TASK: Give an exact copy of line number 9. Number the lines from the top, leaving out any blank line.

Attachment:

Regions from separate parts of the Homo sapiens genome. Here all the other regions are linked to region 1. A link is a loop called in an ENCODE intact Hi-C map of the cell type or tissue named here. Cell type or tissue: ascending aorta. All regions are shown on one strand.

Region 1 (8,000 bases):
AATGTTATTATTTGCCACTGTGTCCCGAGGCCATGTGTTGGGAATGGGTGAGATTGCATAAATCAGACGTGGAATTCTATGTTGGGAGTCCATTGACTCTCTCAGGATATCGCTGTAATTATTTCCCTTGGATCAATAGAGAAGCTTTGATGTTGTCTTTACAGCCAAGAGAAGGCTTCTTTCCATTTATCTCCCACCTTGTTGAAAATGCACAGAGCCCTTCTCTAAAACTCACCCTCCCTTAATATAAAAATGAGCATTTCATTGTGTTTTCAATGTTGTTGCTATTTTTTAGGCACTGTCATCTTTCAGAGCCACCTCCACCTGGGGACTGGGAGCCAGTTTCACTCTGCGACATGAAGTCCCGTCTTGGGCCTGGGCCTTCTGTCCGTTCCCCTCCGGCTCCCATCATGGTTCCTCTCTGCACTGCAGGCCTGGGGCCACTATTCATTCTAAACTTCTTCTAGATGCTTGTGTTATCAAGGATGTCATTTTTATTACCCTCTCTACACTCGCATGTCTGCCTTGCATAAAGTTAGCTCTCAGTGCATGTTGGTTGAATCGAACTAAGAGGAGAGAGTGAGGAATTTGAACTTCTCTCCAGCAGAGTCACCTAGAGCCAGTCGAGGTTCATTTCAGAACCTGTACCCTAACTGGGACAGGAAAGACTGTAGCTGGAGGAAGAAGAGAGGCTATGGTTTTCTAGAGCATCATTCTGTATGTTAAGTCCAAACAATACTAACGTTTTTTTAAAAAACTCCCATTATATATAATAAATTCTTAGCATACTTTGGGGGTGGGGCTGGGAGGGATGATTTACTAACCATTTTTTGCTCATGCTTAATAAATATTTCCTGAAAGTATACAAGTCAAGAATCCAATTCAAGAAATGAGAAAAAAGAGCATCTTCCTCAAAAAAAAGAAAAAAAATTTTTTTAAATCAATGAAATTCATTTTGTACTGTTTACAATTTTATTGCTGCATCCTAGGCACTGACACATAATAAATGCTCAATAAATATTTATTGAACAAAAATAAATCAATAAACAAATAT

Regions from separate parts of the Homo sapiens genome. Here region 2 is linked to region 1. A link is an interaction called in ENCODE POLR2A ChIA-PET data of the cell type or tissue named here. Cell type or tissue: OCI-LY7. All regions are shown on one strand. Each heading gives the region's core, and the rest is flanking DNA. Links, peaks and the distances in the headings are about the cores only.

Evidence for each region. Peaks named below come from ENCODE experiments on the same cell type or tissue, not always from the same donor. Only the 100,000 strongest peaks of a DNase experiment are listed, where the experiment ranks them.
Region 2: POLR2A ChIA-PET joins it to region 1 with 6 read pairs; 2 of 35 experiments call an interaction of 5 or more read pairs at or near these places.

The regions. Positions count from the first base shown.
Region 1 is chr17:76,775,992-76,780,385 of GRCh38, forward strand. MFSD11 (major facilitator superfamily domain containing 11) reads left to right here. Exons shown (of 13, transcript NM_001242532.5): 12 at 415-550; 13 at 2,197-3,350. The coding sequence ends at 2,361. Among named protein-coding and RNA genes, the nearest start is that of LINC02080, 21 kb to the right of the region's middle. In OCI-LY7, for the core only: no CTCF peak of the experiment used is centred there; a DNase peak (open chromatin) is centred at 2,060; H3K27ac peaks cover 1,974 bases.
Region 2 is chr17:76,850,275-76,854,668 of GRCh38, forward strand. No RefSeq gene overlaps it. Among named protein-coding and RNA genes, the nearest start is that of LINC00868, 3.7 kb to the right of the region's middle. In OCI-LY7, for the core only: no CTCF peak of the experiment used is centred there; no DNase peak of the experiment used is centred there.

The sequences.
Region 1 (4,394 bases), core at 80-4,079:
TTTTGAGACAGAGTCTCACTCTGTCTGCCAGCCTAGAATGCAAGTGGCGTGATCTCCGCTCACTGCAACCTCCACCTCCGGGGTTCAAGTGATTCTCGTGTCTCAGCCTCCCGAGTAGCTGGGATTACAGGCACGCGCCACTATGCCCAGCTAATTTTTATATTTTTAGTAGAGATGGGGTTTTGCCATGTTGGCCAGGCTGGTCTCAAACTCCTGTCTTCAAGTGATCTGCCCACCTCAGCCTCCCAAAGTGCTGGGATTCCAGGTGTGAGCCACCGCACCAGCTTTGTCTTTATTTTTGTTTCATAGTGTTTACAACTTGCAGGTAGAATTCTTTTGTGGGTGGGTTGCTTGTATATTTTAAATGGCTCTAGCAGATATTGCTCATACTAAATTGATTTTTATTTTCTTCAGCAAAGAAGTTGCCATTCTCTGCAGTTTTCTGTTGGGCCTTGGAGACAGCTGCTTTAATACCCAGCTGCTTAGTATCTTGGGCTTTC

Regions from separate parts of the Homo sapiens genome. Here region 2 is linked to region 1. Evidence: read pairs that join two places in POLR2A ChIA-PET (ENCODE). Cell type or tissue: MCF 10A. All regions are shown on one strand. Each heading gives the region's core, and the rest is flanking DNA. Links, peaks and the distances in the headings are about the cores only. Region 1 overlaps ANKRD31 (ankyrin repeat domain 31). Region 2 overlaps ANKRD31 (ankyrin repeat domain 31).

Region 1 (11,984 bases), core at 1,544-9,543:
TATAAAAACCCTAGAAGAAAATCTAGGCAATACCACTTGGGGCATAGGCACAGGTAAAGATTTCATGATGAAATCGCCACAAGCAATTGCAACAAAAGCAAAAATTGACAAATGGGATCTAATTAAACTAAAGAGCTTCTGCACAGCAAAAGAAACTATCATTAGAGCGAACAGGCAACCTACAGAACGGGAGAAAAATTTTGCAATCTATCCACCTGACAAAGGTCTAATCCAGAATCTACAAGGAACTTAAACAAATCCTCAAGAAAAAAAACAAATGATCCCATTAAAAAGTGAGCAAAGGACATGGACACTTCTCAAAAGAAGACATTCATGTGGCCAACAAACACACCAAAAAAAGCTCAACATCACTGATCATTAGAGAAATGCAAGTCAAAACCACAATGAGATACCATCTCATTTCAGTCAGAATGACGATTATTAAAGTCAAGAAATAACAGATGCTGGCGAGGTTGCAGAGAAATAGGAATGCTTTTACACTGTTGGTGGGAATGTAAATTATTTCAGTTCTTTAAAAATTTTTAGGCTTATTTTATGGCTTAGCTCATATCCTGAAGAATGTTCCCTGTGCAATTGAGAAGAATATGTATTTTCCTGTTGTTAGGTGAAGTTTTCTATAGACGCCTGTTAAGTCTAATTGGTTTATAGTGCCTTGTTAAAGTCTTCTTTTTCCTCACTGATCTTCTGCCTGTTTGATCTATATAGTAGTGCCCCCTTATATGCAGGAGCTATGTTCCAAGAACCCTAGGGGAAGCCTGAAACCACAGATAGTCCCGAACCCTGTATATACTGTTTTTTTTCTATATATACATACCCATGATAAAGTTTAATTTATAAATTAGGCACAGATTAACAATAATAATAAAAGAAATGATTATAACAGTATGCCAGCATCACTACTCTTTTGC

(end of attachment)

Region 2 is chr17:76,850,275-76,854,668 of GRCh38, forward strand. No RefSeq gene overlaps it. Among named protein-coding and RNA genes, the nearest start is that of LINC00868, 3.7 kb to the right of the region's middle. In OCI-LY7, for the core only: no CTCF peak of the experiment used is centred there; no DNase peak of the experiment used is centred there.